Director General and
Executive Vice Chairman
China Enterprise Confederation
to solving the great challenges facing societies globally, as defined by the Sustainable Development Goals.”
When Chinese business executives talk about competitiveness, the world has learned to listen carefully. After all, the rise to prominence of Chinese businesses is unparalleled in scope and speed, so paying attention might be well advised.
And when Li Decheng talks, there might be extra reason to be alert. Not just because he is Director General and Executive Vice Chairman of the China Enterprise Confederation (CEC), the largest comprehensive business organization in China, but
also because when Mr Li talks of competitiveness he adds new perspectives to the discussion. For him, competitiveness is closely linked to sustainable development.
“Sustainable development should be a core competence of businesses. It should be at the centre of their efforts to be competitive, and it should be how they strive to distinguish themselves,” he says in a written response.
“Businesses have a valuable role to play,” he adds, “by committing their innovation capacity and entrepreneurial mindset to solving the great challenges facing societies globally, as defined by the Sustainable Development Goals.”
The CEC’s overall aims are typical for business confederations: support businesses, promote reform and development, raise the level of corporate management, enhance competitiveness and ensure continued growth. But the CEC was also the first major Chinese business organization to embrace corporate social responsibility.
When the UN Global Compact was introduced in China in November 2001, only six months after the global launch, the CEC was the host. In 2005, the CEC established an office to promote the Global Compact and the secretariat of the Global Compact China network is now located at the offices of the CEC.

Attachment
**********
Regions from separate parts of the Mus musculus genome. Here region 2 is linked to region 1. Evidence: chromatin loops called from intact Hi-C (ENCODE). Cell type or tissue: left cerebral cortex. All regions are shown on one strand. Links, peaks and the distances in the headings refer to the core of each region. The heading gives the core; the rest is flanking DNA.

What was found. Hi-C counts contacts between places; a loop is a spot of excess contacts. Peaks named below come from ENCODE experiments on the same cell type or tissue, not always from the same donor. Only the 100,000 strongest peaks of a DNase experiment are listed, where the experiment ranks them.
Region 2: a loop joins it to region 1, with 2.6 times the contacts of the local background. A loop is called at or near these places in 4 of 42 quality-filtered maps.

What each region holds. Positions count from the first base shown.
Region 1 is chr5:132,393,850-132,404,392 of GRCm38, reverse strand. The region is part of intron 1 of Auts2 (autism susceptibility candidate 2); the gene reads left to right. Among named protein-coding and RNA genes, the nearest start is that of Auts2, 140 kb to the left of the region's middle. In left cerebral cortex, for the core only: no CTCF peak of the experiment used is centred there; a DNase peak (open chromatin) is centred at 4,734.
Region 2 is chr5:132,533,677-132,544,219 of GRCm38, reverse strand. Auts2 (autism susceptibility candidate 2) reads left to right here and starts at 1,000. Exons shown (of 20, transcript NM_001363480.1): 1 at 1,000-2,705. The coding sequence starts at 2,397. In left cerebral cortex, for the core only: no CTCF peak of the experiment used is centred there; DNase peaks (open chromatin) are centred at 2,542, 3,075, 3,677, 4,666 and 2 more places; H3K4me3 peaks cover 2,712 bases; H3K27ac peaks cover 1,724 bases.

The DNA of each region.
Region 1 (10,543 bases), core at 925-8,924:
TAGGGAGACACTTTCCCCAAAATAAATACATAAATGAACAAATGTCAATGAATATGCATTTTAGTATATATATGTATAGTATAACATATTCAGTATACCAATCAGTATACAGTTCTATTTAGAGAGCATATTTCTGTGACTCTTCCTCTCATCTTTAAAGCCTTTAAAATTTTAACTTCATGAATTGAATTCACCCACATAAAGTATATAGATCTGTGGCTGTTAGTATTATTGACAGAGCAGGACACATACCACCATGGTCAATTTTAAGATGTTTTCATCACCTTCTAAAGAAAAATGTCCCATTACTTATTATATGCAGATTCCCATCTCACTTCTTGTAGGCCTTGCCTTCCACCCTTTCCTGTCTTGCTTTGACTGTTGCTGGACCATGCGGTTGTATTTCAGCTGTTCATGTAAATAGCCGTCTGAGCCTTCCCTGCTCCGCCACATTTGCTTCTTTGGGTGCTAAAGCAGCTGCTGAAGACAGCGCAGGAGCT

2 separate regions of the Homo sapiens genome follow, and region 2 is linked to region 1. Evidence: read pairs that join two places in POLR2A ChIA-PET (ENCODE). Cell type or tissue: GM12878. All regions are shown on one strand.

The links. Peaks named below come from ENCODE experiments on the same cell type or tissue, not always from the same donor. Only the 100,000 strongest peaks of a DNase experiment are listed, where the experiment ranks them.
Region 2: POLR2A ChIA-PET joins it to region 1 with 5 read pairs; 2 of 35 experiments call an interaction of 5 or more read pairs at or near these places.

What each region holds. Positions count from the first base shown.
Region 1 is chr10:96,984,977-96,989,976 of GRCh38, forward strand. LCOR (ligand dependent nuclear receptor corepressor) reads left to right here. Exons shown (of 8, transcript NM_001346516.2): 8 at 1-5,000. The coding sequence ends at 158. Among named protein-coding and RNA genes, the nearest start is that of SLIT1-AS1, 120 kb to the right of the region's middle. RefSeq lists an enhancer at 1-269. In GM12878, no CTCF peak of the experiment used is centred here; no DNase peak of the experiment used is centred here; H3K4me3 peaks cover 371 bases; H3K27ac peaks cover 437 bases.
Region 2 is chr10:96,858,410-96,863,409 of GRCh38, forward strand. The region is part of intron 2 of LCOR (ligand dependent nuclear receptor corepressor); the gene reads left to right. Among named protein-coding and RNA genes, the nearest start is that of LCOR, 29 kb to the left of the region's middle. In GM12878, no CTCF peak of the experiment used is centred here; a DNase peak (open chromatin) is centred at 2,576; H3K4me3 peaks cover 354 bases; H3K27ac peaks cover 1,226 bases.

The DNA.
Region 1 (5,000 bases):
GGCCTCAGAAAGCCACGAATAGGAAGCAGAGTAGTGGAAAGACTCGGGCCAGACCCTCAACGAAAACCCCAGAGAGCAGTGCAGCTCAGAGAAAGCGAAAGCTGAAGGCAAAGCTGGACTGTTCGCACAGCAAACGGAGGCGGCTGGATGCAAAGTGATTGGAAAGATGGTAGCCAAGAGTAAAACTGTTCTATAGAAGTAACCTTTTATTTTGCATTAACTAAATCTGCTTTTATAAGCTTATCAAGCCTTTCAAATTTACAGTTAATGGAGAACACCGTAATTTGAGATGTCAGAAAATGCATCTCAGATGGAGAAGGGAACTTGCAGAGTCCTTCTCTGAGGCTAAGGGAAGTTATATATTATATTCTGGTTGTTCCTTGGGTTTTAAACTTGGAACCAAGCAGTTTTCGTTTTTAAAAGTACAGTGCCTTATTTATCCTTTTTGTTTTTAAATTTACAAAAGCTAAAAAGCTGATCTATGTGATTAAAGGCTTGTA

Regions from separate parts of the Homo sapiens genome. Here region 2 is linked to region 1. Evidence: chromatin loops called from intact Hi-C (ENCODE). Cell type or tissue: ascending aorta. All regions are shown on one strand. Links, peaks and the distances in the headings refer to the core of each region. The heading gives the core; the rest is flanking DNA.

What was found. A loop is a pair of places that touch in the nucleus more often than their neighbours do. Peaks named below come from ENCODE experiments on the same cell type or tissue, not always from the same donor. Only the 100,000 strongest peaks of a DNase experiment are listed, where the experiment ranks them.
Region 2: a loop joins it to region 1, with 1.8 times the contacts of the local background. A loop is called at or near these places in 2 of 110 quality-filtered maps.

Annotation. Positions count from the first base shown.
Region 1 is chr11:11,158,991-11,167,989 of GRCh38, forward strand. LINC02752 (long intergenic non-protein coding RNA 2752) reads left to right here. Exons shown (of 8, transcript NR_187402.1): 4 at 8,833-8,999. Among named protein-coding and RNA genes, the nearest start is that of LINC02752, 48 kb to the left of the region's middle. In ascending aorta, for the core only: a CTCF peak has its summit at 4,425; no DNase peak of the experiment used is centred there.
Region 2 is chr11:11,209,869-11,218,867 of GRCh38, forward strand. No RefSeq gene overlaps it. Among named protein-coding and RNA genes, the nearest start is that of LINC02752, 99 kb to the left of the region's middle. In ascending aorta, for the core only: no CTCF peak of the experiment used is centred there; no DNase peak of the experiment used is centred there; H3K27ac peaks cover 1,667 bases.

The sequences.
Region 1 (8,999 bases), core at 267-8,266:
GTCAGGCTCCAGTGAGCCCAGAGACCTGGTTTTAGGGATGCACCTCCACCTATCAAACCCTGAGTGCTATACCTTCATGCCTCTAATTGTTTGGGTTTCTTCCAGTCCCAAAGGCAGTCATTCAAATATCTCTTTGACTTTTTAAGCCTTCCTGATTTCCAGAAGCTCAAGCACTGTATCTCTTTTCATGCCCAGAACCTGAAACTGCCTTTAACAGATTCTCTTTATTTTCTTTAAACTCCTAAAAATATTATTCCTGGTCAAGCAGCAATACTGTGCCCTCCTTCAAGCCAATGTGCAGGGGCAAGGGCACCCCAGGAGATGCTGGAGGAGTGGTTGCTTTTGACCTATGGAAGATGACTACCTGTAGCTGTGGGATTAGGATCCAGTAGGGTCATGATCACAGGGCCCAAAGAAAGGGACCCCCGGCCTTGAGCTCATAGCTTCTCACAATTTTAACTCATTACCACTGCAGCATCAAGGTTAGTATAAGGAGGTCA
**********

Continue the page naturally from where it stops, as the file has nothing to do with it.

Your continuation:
To Mr Li, the Global Compact has been instrumental in the development of a shared understanding of the role that businesses can play in sustainable development.
“The primary contribution of the Global Compact is that it has created a broad platform for exchange and cooperation in the field of sustainable development. It has shaped a dialogue and created cooperation mechanisms for sustainable development
that include multiple interested parties, such as businesses, governments, international organizations, NGOs, academia and other stakeholders. The Global Compact provides a path and a framework for action,” he says.
He emphasizes the significance of the convergence of the different takes on what Corporate Social Responsibility is. Although the term Corporate Social Responsibility is broadly used, it has been consolidated. Mr Li points to the ISO standards for social responsibility in business as an example of the progress made in developing and operationalizing the concept.
“I believe this signals that the concern about sustainable development is increasingly spreading at all levels of the global community. In businesses, we see sustainability considerations gradually rising to the level of corporate strategy. We also see how social enterprises are emerging as a new type of business focused on sustainable development, and investments driven by sustainability concerns are also gaining momentum,” says Mr Li.
In China, the Global Compact has a membership of approximately 250 public and private companies. Mr Li believes this number will rise.
“The CEC will continue to promote the Global Compact to ensure faster and better development in China so that Chinese business can finally truly become the backbone of sustainable development both in China and globally.”
For the next several years, the Global Compact should give special attention to meeting the needs of the local members, says Li Decheng.
“The UN Global Compact should spare no effort to expand the member base of the organization and to enhance the attractiveness and increase the relevance of services in order to improve member engagement,” he says.